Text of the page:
Crag VT — Bolton cliff

The Crag VT approach sign to Bolton's Upper West climbing area.

The woods of Bolton and Richmond will be the setting this weekend for all things climbing at CRAG-VT’s first Vermont Climbing Festival, featuring demos, clinics and competitions, music, camping and food.

Cochran’s Ski Area in Richmond will serve as base camp for the festival, hosting camping and demos with climbing clinics and competitions planned across Bolton Valley.

Now almost 20 years old, CRAG-VT (Climbing Resource Access Group of Vermont) is a nonprofit dedicated to the preservation of climbing areas in Vermont. The organization’s goal is to prevent wall closures, and secure the right to climb on Vermont rock for generations to come. Members work with the state of Vermont and landowners to open and maintain climbing areas.

CRAG-VT’s mission includes land purchases, for which it relies on donations from the climbing community. This weekend’s festival will serve as a fundraiser and the group hopes it will become an annual event.

Organizers say holding the festival in Bolton offers a chance to highlight one of Vermont's best climbing venues, which they hope will continue to attract more climbers in years to come. CRAG-VT has maintained a strong relationship with Bolton Valley, opening many of its schist rock faces to the public.

CRAG-VT board members and Vermont natives Emily Harwood and Mischa Tourin came up with the idea for the festival during a climbing trip in Red Rocks, Nevada.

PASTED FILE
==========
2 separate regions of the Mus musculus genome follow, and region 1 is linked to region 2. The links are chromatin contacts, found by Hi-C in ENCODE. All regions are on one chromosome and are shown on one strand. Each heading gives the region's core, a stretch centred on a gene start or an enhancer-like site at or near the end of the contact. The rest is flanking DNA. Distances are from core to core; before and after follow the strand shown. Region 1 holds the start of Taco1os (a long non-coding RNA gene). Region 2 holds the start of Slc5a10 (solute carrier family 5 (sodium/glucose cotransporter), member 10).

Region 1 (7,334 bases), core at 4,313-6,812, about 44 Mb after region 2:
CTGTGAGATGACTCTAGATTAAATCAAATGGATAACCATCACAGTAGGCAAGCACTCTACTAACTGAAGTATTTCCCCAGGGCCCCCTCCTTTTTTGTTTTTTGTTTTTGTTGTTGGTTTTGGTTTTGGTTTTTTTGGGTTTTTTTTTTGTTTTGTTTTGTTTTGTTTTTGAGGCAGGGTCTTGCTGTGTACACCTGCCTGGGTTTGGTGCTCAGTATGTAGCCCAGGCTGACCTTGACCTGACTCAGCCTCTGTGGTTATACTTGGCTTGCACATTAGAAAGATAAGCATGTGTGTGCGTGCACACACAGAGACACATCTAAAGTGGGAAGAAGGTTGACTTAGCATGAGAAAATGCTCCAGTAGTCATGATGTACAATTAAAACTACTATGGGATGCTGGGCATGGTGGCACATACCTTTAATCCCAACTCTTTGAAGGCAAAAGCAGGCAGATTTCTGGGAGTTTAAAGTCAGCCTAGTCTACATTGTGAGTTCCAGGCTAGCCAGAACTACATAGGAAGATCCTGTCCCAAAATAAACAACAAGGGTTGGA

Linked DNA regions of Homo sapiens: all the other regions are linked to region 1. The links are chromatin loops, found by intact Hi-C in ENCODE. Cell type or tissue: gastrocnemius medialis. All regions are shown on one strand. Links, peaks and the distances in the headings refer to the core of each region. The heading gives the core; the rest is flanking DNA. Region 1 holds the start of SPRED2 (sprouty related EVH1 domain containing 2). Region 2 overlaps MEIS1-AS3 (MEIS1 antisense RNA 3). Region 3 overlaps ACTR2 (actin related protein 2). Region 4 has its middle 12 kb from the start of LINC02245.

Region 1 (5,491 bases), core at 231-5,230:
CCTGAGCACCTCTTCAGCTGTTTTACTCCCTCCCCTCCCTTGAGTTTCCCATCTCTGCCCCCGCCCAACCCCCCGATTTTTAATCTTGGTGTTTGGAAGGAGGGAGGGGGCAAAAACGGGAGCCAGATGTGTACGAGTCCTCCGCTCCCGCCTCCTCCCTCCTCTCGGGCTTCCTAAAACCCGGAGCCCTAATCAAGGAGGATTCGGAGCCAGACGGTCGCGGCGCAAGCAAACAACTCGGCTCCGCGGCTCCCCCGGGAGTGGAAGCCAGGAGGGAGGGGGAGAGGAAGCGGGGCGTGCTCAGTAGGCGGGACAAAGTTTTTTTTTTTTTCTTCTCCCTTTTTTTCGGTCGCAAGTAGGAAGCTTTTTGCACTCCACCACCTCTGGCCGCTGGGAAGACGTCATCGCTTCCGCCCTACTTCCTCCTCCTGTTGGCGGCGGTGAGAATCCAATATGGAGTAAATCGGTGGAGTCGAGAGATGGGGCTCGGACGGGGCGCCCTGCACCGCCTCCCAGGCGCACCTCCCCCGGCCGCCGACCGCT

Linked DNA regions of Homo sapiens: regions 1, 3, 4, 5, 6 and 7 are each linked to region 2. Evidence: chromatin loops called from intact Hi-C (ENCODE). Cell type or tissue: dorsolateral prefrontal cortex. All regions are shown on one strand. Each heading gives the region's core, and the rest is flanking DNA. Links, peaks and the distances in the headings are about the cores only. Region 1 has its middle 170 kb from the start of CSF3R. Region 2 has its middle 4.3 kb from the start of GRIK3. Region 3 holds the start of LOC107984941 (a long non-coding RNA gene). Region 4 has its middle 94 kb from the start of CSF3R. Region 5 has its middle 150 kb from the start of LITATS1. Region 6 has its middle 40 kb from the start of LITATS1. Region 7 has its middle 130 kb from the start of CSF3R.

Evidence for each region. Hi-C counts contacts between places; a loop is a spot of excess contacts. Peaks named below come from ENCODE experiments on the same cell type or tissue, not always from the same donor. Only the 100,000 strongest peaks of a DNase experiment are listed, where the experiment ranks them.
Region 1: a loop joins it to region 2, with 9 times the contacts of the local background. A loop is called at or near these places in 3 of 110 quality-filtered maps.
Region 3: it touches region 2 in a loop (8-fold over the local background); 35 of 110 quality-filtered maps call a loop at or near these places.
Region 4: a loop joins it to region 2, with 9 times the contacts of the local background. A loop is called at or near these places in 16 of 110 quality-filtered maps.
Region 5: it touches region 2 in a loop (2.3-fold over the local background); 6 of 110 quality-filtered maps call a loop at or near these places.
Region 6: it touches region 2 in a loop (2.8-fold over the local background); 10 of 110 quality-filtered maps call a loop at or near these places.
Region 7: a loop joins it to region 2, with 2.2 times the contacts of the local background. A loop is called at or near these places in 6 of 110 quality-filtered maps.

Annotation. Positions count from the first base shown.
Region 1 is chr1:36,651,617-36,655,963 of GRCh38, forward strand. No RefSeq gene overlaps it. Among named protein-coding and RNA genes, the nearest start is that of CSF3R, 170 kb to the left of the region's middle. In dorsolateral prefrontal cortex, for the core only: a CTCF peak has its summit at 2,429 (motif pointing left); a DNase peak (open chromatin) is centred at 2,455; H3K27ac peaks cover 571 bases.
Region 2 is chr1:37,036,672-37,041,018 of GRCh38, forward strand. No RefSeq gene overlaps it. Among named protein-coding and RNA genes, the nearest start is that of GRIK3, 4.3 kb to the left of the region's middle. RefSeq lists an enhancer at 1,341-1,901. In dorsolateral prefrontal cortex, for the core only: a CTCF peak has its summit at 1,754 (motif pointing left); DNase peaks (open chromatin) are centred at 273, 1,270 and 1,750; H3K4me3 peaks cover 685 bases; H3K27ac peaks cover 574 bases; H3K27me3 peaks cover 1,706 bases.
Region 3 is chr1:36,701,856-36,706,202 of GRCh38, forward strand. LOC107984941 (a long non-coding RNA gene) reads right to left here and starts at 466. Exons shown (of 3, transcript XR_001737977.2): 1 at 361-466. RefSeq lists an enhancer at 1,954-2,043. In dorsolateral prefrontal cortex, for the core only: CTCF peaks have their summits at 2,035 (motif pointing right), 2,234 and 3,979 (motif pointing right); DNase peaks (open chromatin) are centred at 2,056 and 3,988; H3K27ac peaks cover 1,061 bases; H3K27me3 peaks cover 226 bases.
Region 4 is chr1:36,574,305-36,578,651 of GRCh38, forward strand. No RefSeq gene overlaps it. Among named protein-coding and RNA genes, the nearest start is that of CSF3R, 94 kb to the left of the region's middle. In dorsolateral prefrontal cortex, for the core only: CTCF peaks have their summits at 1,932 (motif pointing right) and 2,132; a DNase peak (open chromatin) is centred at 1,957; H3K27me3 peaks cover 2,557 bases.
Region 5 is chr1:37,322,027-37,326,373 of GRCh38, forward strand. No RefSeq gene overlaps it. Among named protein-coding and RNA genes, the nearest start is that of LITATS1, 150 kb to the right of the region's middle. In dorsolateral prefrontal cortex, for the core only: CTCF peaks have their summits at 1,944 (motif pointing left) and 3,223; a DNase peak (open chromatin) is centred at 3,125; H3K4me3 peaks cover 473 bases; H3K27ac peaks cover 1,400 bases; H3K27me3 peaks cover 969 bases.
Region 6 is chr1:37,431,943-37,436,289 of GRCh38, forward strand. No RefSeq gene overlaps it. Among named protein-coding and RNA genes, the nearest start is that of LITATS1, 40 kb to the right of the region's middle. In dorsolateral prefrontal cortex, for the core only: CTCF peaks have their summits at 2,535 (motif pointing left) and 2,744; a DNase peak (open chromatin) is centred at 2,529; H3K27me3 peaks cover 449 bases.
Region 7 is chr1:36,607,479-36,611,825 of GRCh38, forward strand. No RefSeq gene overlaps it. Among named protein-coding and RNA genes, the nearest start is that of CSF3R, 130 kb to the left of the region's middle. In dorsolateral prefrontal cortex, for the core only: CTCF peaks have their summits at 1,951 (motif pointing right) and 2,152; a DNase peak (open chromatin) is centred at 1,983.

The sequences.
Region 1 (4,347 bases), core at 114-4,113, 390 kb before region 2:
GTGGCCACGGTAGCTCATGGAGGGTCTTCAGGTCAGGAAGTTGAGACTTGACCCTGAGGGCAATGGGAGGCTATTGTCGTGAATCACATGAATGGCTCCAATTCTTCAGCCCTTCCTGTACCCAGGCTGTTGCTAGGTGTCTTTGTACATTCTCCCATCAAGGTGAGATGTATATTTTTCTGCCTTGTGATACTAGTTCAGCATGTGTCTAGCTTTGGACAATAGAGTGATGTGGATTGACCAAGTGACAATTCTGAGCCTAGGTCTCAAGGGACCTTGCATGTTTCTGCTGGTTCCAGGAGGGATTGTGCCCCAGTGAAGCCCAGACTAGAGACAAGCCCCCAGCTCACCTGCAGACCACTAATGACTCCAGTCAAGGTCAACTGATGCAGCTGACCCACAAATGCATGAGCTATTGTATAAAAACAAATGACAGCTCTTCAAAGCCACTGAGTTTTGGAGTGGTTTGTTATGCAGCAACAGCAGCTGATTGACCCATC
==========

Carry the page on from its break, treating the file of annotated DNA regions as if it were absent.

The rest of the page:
Harwood described her vision for the festival as “an event where climbers young and old can unite over their common love of climbing.”

Speakers and climbing instructors for the weekend are listed on the festival’s website. Among them is keynote speaker Matty Hong, a professional filmmaker and accomplished climber, being the fourth American to climb the grade of 5.15b. He will teach a climbing and photography clinic on Saturday.

Festival goers also will have the rare opportunity to explore a never-before-climbed area of Bolton in Saturday’s Black Barn Bouldering competition. This event will provide a first look at what may become a brand new bouldering area in Bolton. Registration is free with the purchase of a festival pass.

Black Barn Farm is on private land on Bolton Valley’s Joiner Brook. Owner Michael Hunter said he had a feeling the spot had potential for bouldering. The property is packed full of water-eroded schist boulders, he said, none of which have ever been touched by climbers.

In May, Hunter said he contacted Pete Cudney, an old friend and climbing partner, who has set dozens of bouldering lines in the area.

The setup should make for a unique experience this weekend. “It’s so exciting to be able to hold an outdoor bouldering competition in an area nobody’s seen before,” Cudney said.

Hunter said the festival is a perfect opportunity to introduce his farm to the climbing community. More work is needed before Hunter can open the area for regular access, but he said he hopes it will be ready by next summer.

More information and registration are online at vermontclimbingfestival.com. A festival pass ($35) allows access to all Base Camp events Friday through Sunday.


Community News Service is a collaboration with the University of Vermont’s Reporting & Documentary Storytelling program.

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